After the event, he sort of tapped out of our daily life together. I tried not to take it personally. The only way I was able to do this was knowing that it wasn't just me. It was all of us.
So, I sent him texts. We all did. We did it out of love. We did it to be life rafts for him. When he didn't reply, I had to accept that he may not want a life raft at the moment and he might not want anyone nagging him into getting on board. Perhaps he needed some time to go under.
In Spiritual Psychology, taught at the University of Santa Monica (USM), we learn that we all have the inner resources we need to effectively deal with our situations.
Trusting this USM wisdom, I had to accept that he knew what he was doing. I could continue to send life rafts in the form of texts and invitations to get together, knowing all the while that they were likely to be responded to with dead air. He really does have all the inner resources he needs to effectively deal with this situation.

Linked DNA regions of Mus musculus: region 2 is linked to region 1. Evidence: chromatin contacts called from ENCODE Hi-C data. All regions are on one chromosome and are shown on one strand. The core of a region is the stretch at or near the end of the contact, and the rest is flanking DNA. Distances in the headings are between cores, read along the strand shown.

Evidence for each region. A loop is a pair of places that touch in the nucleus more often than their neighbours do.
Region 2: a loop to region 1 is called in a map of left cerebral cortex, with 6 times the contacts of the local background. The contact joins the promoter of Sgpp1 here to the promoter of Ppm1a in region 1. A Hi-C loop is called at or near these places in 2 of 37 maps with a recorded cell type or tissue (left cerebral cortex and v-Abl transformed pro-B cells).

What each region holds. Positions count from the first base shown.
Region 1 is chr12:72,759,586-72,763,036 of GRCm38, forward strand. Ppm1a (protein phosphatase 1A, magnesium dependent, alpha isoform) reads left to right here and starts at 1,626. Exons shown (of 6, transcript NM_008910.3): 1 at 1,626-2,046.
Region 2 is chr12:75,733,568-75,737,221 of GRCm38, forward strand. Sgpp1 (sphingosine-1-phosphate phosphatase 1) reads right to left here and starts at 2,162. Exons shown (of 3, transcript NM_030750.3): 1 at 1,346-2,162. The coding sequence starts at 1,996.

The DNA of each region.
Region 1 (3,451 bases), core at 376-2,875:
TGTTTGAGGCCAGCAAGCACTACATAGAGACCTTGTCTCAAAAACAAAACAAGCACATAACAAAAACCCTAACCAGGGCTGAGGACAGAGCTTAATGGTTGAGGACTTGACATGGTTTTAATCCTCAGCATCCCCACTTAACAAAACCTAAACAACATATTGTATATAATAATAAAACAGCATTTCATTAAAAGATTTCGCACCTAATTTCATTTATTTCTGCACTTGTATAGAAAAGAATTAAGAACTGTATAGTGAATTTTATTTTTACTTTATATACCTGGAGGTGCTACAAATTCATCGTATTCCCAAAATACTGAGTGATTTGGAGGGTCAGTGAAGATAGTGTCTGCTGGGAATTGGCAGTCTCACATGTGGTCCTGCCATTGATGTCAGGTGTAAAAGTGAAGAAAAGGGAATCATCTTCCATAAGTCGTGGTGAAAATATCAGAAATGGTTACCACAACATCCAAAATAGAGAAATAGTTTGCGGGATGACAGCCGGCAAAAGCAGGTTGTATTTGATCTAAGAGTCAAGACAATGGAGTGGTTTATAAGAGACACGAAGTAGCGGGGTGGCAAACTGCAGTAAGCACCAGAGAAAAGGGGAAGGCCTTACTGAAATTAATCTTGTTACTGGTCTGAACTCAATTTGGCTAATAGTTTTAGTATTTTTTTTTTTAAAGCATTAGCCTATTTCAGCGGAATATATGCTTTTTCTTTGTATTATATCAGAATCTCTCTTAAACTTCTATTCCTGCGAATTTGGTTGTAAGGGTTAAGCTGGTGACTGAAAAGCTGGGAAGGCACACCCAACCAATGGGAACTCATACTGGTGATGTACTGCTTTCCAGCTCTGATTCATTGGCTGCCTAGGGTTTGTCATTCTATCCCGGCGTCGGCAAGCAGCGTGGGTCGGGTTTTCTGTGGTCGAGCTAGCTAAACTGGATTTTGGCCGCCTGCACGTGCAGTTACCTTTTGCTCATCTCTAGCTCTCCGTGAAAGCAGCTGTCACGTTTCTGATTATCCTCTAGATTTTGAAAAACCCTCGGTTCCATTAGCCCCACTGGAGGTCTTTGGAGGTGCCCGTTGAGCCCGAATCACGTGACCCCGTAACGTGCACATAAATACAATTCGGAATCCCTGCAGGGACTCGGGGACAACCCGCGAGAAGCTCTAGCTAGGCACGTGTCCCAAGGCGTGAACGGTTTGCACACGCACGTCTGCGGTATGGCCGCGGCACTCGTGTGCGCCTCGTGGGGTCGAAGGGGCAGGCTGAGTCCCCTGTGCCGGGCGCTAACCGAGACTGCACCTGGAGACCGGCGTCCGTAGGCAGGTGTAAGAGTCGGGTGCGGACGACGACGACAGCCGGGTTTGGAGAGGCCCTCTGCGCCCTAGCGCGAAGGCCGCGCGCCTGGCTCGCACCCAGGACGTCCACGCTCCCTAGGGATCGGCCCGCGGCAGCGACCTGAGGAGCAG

It's hard to release. It's hard to accept. And yes, at times I still take it personally. All I can do is keep letting him know that I'm here for when he wakes up from this nightmare. And to know that when he wakes up, he'll have a permanent, heavy, itchy coat of grief that he'll have to learn to live with.
But, there is a silver lining here.
I ran into him at our coffee shop today. He sat with me. I wrote my morning pages. He worked on his laptop. We sat mostly in silence. At one point, I instinctively picked up my phone to text him. A habit. Because I always text him at the coffee shop. I told him this and he said quietly,
"Thanks for not giving up on me."
Best. Day. Ever.
Even seeing our cars next to each other in the parking lot makes me happy.